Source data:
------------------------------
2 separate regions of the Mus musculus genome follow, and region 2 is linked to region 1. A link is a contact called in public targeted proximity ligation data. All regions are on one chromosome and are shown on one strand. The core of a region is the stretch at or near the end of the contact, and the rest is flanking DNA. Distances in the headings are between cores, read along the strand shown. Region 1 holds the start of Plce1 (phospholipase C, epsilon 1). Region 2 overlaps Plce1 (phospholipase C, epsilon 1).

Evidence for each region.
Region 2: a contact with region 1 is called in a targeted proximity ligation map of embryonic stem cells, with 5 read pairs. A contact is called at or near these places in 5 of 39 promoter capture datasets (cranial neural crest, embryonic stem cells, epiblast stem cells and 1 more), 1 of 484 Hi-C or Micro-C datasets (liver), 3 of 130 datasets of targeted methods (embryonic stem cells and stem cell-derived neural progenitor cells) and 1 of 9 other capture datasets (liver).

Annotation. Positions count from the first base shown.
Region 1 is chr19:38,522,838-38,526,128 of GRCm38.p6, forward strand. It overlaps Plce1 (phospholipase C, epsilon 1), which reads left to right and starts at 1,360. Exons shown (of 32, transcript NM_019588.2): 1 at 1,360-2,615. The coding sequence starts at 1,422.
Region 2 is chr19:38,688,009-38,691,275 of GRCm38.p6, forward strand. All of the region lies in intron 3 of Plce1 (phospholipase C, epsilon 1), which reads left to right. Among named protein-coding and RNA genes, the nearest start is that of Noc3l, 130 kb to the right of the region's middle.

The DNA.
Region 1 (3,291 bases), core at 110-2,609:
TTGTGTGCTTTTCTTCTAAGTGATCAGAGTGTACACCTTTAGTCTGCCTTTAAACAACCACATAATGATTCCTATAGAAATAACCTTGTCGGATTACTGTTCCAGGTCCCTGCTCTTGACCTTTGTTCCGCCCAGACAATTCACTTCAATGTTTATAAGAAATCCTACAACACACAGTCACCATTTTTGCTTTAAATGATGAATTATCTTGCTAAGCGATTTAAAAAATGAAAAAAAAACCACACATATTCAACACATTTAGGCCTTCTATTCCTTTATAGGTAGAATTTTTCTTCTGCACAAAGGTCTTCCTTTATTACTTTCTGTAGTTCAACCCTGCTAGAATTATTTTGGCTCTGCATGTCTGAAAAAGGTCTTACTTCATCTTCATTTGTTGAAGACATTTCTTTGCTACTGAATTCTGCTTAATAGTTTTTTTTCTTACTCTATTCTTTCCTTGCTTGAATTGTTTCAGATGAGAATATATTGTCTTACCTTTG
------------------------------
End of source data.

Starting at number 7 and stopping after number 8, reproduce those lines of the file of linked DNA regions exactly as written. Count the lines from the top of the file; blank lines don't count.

The DNA.
Region 1 (3,291 bases), core at 110-2,609: